A Senate committee analysis said CalSTRS thought “this bill could result in investment losses for that pension system of more than $500 million, and more than $1 billion in future opportunity costs.”
The first CalSTRS annual report last December listed holdings in 18 companies “that have possible ties to Iran.” The report did not give the value of the holdings or the amount of shares.
But unlike the cryptic CalPERS report, which did not elaborate on how the firms were being “notified,” CalSTRS is seeking the face-to-face meetings said to be “essential” to corporate change in its draft divestment policy.
All the companies have been sent a letter requesting that their senior executives meet with CalSTRS to discuss their operations in Iran.
“CalSTRS staff has continued to engage with the companies on the Iran list including having senior management of one company visit us at our headquarters in Sacramento, and sending staff to New York, Italy, Tokyo and Switzerland to meet with five others,” said the CalSTRS report.
After a temporary four-year break expired, the pension systems resumed two annual reports last December on their holdings in firms accused of religion-based discrimination in Northern Ireland and of having used slave labor during World War II.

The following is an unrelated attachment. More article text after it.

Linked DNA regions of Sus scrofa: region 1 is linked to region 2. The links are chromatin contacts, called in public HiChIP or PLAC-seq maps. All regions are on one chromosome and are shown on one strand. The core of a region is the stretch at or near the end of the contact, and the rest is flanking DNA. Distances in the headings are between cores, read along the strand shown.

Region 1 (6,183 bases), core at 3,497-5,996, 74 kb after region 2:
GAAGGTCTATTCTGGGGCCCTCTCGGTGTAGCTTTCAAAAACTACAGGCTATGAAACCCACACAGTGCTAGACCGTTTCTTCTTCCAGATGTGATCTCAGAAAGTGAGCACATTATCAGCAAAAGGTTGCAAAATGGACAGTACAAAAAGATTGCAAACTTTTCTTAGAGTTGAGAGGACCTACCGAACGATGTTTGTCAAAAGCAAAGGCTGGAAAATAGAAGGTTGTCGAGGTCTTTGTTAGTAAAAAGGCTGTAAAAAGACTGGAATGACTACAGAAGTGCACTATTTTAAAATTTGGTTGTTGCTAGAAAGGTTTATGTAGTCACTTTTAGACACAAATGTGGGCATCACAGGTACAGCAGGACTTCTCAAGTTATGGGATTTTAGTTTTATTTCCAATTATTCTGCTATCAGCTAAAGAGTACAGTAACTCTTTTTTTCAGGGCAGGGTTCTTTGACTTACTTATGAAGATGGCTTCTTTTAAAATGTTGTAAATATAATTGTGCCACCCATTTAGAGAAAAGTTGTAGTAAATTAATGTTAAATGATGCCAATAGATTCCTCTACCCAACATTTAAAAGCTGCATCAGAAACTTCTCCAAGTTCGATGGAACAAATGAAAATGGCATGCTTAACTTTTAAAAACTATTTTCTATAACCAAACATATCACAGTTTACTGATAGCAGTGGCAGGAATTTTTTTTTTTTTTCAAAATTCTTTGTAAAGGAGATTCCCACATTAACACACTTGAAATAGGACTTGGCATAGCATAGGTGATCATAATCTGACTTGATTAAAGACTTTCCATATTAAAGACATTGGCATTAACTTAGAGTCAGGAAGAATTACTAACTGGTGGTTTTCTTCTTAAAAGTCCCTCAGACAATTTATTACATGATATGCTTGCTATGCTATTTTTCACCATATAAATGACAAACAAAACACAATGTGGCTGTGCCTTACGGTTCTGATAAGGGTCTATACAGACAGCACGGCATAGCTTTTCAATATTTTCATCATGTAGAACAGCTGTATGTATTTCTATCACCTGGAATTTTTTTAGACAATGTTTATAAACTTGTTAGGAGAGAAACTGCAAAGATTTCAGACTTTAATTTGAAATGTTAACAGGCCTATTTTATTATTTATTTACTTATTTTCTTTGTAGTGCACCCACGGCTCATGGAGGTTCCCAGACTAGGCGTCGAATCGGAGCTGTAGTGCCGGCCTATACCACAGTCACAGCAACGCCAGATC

At a CalPERS investment committee meeting this week, board member Priya Mathur questioned the need for the reports. She said CalPERS is complying with the governor’s order for cost-cutting furlough days, giving staff less time to do its work.
Mathur also said the lawmakers who requested the reports are no longer in the Legislature. The reports are required under legislation in 1999 by former Sens. John Burton, D-San Francisco, and Tom Hayden, D-Santa Monica.
“They are required by statute in perpetuity?” Mathur asked, before suggesting CalPERS lobbyists seek a change. “Right now it doesn’t seem to make much sense to produce these reports. At some point, it simply will really not make sense.”
Reporter Ed Mendel covered the Capitol in Sacramento for nearly three decades, most recently for the San Diego Union-Tribune. More stories are at https://calpensions.com/ 20 Feb 09